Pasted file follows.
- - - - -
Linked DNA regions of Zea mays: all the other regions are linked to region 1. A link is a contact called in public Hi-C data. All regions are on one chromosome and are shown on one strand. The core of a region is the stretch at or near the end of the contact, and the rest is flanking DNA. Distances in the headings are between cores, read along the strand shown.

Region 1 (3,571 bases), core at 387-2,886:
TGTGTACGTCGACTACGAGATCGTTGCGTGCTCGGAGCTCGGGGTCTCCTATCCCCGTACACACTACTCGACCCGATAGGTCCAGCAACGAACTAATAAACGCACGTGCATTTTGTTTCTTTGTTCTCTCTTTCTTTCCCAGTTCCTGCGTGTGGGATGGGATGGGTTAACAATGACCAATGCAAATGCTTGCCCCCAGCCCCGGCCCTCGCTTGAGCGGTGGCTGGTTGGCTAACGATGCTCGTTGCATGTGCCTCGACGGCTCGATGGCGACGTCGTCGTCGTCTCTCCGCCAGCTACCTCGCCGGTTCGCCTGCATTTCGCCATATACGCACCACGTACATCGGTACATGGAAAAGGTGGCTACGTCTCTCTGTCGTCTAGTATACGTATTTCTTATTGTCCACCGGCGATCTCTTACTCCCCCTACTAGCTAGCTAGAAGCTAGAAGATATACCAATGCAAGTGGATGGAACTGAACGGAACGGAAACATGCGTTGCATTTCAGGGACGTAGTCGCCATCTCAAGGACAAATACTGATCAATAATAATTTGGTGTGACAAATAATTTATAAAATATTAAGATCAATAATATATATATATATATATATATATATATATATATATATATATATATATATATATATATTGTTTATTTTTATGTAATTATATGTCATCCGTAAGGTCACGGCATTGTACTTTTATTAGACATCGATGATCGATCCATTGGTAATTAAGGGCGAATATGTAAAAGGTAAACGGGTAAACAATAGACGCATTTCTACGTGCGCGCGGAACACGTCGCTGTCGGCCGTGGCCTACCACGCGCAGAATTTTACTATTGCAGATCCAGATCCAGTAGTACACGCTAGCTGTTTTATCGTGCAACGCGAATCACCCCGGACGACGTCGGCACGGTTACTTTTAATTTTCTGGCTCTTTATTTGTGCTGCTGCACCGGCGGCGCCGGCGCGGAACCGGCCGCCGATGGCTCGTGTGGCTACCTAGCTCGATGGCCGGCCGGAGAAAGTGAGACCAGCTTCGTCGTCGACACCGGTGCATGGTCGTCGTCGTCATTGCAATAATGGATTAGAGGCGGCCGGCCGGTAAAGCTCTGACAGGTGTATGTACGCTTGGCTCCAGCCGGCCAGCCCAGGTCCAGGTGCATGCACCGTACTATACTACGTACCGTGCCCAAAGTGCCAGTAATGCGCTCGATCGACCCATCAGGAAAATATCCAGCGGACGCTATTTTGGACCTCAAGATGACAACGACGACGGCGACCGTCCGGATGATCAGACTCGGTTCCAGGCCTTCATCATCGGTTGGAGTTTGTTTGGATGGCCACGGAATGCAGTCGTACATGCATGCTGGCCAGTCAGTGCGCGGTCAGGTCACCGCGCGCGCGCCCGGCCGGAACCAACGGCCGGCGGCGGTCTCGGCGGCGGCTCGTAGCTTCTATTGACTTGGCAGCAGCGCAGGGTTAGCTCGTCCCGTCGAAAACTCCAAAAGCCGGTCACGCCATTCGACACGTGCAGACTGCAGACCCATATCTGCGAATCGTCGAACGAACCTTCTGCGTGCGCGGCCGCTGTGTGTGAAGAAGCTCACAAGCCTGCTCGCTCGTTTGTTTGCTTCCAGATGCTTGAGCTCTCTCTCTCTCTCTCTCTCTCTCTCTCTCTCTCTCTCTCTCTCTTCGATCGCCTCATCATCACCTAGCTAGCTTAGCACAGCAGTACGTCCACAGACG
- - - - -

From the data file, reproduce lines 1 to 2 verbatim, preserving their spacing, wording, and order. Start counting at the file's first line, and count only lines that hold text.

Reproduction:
Linked DNA regions of Zea mays: all the other regions are linked to region 1. A link is a contact called in public Hi-C data. All regions are on one chromosome and are shown on one strand. The core of a region is the stretch at or near the end of the contact, and the rest is flanking DNA. Distances in the headings are between cores, read along the strand shown.

Region 1 (3,571 bases), core at 387-2,886: